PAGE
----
Facing Fear

On Monday, I had a radio interview on LA Radio’s Answers For The Family withAllen Cardoza (click this link to listen – www.answers4thefamilyblog.com).  It was the longest interview I’ve had so far, and I was nervous about an hour-long, live interview.  But it turns out there was no need to worry.  Allen’s insightful questions led to a lively conversation and it felt like we could have talked for a second hour!  (Plus, with commercial breaks on either end, the interview ended up closer to 45 minutes!)

We were about half way through the show when Allen read an instant message sent in by a preemie mom.  Her son had been 3 pounds at birth and spent 3 months in the NICU.  At 12 years old he continued to have respiratory issues, and Mom spoke of her ever-present fear; her fear of losing him.

Did I have any advice?

At first, my mind went to the practical.  I spoke about our visit to the pulminologist’s office that I’d written about in the book.

“I listened to the petite doctor with tight curls tell me that because of her birth history, Andie would never be cured of asthma. I declined her offer to prescribe a variety of daily preventative drugs. Instead, I tried to strengthen Andie’s lungs my own way.  At a physical therapy supply store, I bought a bunch of “lung development games” and brought home straws, feathers, and cotton balls, cheering the kids on as they blew the “bunny tails” across the kitchen table. The kids and I blew up balloons and played kazoos, harmonicas, and whistles.”  (From Preemie Chapter 28)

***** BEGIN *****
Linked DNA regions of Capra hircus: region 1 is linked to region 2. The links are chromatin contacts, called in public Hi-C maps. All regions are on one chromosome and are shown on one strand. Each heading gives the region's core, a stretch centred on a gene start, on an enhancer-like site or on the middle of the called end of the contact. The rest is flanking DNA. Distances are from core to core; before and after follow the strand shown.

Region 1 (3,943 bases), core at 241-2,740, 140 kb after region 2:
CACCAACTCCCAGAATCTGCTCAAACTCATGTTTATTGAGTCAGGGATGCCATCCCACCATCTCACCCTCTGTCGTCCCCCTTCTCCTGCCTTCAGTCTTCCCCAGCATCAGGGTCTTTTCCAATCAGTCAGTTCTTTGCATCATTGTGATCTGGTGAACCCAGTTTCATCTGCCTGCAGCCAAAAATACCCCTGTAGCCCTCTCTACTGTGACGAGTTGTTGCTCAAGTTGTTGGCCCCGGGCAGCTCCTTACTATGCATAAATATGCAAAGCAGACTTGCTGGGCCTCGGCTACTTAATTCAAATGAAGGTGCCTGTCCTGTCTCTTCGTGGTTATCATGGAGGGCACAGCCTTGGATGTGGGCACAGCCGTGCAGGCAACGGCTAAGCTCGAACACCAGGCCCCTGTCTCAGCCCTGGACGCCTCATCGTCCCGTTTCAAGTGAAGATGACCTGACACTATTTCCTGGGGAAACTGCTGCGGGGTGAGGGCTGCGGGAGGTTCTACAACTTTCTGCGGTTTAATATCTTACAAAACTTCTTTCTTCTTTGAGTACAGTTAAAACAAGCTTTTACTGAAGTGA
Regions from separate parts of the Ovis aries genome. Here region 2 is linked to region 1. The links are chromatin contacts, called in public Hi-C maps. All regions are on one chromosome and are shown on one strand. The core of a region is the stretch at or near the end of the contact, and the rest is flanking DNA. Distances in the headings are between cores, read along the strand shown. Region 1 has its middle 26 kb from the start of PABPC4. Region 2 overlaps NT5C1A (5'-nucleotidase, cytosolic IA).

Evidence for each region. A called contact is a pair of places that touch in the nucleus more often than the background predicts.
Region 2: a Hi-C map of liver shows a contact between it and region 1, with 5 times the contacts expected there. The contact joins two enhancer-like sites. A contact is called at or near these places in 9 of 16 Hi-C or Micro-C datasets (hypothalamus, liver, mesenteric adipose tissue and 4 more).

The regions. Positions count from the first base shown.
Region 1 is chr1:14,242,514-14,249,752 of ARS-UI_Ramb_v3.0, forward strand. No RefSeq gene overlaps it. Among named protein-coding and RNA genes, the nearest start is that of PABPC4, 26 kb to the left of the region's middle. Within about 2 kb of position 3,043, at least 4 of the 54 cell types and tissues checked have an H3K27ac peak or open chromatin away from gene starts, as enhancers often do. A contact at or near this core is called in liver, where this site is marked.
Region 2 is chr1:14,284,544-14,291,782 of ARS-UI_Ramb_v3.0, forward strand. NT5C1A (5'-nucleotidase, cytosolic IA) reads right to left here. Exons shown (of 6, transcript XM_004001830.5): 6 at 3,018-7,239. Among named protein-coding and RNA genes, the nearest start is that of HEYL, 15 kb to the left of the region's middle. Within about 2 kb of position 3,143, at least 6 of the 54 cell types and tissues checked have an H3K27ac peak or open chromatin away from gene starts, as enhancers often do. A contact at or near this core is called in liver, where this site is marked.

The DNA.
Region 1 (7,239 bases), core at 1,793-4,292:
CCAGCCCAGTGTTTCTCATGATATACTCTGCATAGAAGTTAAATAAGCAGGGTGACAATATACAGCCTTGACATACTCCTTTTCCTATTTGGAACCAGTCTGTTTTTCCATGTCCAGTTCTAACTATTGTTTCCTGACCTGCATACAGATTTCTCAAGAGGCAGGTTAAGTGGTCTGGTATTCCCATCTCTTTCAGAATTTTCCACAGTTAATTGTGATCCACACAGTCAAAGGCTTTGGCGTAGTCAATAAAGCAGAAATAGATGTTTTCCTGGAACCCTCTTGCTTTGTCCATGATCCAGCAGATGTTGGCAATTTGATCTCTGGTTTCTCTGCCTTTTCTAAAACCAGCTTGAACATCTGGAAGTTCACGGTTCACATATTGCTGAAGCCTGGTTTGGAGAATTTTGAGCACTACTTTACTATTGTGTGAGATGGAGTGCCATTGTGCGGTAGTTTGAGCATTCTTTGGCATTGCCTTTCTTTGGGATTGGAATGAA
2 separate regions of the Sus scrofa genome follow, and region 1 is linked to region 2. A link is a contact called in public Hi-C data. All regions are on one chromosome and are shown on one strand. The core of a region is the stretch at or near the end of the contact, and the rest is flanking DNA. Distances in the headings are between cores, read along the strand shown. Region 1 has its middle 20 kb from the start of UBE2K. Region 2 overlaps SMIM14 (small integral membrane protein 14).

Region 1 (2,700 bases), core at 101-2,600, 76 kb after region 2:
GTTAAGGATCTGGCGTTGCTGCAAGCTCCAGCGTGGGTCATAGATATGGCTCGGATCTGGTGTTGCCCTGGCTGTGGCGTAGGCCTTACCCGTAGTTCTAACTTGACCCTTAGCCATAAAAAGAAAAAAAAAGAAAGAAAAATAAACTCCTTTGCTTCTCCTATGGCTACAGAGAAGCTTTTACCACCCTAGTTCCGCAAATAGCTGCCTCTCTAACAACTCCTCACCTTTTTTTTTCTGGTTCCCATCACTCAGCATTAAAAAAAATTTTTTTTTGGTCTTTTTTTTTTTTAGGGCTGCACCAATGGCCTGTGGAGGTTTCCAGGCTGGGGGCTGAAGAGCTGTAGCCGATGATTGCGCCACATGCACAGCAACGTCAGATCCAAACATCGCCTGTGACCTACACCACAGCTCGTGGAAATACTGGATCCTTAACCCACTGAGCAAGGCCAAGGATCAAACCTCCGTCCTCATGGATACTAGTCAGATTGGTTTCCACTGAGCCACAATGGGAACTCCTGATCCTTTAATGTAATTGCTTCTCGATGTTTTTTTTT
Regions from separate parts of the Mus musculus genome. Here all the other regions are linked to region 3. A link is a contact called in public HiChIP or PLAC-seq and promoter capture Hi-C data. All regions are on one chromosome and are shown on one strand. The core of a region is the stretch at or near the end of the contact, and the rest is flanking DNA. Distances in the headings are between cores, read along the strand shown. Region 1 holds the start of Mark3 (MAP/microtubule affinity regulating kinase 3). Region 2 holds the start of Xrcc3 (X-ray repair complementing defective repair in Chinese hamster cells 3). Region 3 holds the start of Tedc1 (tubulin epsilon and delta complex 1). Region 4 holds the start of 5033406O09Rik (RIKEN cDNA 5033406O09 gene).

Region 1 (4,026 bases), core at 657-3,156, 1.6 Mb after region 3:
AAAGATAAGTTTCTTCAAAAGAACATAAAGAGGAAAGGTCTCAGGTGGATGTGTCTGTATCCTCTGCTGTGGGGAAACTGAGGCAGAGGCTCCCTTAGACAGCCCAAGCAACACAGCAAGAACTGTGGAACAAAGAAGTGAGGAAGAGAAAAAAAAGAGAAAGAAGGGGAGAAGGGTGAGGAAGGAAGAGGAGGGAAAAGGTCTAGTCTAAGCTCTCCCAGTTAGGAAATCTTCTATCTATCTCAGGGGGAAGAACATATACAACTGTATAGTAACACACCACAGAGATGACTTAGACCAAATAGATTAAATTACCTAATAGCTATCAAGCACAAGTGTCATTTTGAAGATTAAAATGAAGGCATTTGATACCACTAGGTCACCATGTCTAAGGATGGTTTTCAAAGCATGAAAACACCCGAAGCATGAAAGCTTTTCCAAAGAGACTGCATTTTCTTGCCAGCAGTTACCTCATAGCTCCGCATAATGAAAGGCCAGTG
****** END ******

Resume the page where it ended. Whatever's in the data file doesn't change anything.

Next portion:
I spoke about how I refused to let others limit my child’s potential, and I encouraged that mom to search for a similar store in her area and create her own at-home, lung-improvement routine.

And then I remembered something else.  It was a really powerful moment I’d had withKaren McCarthy, the energy healer with whom we’d worked.

“I can’t keep living like this,” I’d said to her.  “I can’t keep living in this constant state of fear.”

I’d explained to Karen how I’d tried pushing my fear way down deep into the recesses of my belly, how I’d tried running from my fear, how I’d tried to pretend that it didn’t exist, but no matter what, my fear was still there.

“What if you just looked your fear right in the eye and said, ‘Yup, I see you. I know you’re there.  I’m afraid.’”

I had nothing to lose.  So I did.

I acknowledged my fear.

“I’m afraid,” I said out loud.  Many times a day.

And everything changed.

I’d brought my fear to light.  I taken away fear’s ability to breed and grow in the dark.

My fear was still there, but it no longer had the same control over me.

I shared that story and once the interview was over, I hung up the phone with a big smile on my face.

I hadn’t been off the phone for more than a few minutes when I remembered my upcoming trip to Chicago for the Preemie Parent Alliance.  Instantly, I felt a familiar dull ache in my belly.

“I’m not even going to talk about the trip,” I’d said to Lee a few nights prior.  “I’m just going to pretend it’s no big deal and just get on the plane and go.”  My stomach had burned as I said it.  It’s burning now.

I’m afraid.

I’m afraid of leaving my children.  I’m afraid of the plane falling out of the sky and my children growing up without their mommy.   I’m afraid the kids won’t get their school lunches on Friday or make it to their soccer games on time or remember to feed the dog and the cat.  I’m afraid I’ll get on the wrong plane, or miss my plane or take the wrong shuttle to the hotel (prior experience proved that’s a legitimate one!)

I’m afraid.

I’m afraid.

I’m afraid.

Ah…I can breathe.

Thank you to the woman who wrote in asking for the advice.  It was just what I needed.

Now I can start packing for my trip.


What about you?  What are you afraid of? Are you willing to bring your fear to the light? 

(Hey Massachusetts friends, I’ll be signing books at the Fiske’s booth at Celebrate Holliston on Saturday, September 22nd! Would love to see you there!)